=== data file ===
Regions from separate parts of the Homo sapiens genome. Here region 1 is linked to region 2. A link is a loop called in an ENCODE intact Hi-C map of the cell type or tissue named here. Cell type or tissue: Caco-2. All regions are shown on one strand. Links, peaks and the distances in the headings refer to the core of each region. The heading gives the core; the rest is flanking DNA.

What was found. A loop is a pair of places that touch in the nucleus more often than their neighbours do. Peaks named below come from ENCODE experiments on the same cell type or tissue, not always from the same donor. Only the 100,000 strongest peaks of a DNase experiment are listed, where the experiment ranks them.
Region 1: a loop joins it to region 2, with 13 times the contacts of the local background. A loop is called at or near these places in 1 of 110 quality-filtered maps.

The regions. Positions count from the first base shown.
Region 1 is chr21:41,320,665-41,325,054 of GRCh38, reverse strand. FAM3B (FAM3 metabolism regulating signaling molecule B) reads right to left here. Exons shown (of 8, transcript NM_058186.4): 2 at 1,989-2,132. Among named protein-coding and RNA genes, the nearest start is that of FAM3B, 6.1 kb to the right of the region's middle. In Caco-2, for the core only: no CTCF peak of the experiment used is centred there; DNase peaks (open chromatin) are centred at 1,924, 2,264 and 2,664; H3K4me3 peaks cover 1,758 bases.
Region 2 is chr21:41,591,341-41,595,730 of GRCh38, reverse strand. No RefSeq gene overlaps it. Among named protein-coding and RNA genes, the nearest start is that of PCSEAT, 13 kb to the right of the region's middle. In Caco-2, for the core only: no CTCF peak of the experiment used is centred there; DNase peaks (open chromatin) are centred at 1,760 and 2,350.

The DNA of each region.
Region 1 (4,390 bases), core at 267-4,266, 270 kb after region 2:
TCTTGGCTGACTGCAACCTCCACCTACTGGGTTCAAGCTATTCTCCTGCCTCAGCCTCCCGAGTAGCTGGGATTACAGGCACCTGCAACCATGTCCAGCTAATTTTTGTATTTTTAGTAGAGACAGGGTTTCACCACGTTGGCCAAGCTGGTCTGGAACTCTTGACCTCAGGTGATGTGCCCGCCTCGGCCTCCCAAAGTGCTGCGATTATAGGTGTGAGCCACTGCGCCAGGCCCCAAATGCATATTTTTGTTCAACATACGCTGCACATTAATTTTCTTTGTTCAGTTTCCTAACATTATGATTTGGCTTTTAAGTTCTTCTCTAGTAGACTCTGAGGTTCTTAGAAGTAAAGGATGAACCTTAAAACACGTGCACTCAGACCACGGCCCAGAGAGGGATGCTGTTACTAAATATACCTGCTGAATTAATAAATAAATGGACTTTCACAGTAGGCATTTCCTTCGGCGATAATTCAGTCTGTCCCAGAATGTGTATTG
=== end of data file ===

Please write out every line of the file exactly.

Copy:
Regions from separate parts of the Homo sapiens genome. Here region 1 is linked to region 2. A link is a loop called in an ENCODE intact Hi-C map of the cell type or tissue named here. Cell type or tissue: Caco-2. All regions are shown on one strand. Links, peaks and the distances in the headings refer to the core of each region. The heading gives the core; the rest is flanking DNA.

What was found. A loop is a pair of places that touch in the nucleus more often than their neighbours do. Peaks named below come from ENCODE experiments on the same cell type or tissue, not always from the same donor. Only the 100,000 strongest peaks of a DNase experiment are listed, where the experiment ranks them.
Region 1: a loop joins it to region 2, with 13 times the contacts of the local background. A loop is called at or near these places in 1 of 110 quality-filtered maps.

The regions. Positions count from the first base shown.
Region 1 is chr21:41,320,665-41,325,054 of GRCh38, reverse strand. FAM3B (FAM3 metabolism regulating signaling molecule B) reads right to left here. Exons shown (of 8, transcript NM_058186.4): 2 at 1,989-2,132. Among named protein-coding and RNA genes, the nearest start is that of FAM3B, 6.1 kb to the right of the region's middle. In Caco-2, for the core only: no CTCF peak of the experiment used is centred there; DNase peaks (open chromatin) are centred at 1,924, 2,264 and 2,664; H3K4me3 peaks cover 1,758 bases.
Region 2 is chr21:41,591,341-41,595,730 of GRCh38, reverse strand. No RefSeq gene overlaps it. Among named protein-coding and RNA genes, the nearest start is that of PCSEAT, 13 kb to the right of the region's middle. In Caco-2, for the core only: no CTCF peak of the experiment used is centred there; DNase peaks (open chromatin) are centred at 1,760 and 2,350.

The DNA of each region.
Region 1 (4,390 bases), core at 267-4,266, 270 kb after region 2:
TCTTGGCTGACTGCAACCTCCACCTACTGGGTTCAAGCTATTCTCCTGCCTCAGCCTCCCGAGTAGCTGGGATTACAGGCACCTGCAACCATGTCCAGCTAATTTTTGTATTTTTAGTAGAGACAGGGTTTCACCACGTTGGCCAAGCTGGTCTGGAACTCTTGACCTCAGGTGATGTGCCCGCCTCGGCCTCCCAAAGTGCTGCGATTATAGGTGTGAGCCACTGCGCCAGGCCCCAAATGCATATTTTTGTTCAACATACGCTGCACATTAATTTTCTTTGTTCAGTTTCCTAACATTATGATTTGGCTTTTAAGTTCTTCTCTAGTAGACTCTGAGGTTCTTAGAAGTAAAGGATGAACCTTAAAACACGTGCACTCAGACCACGGCCCAGAGAGGGATGCTGTTACTAAATATACCTGCTGAATTAATAAATAAATGGACTTTCACAGTAGGCATTTCCTTCGGCGATAATTCAGTCTGTCCCAGAATGTGTATTG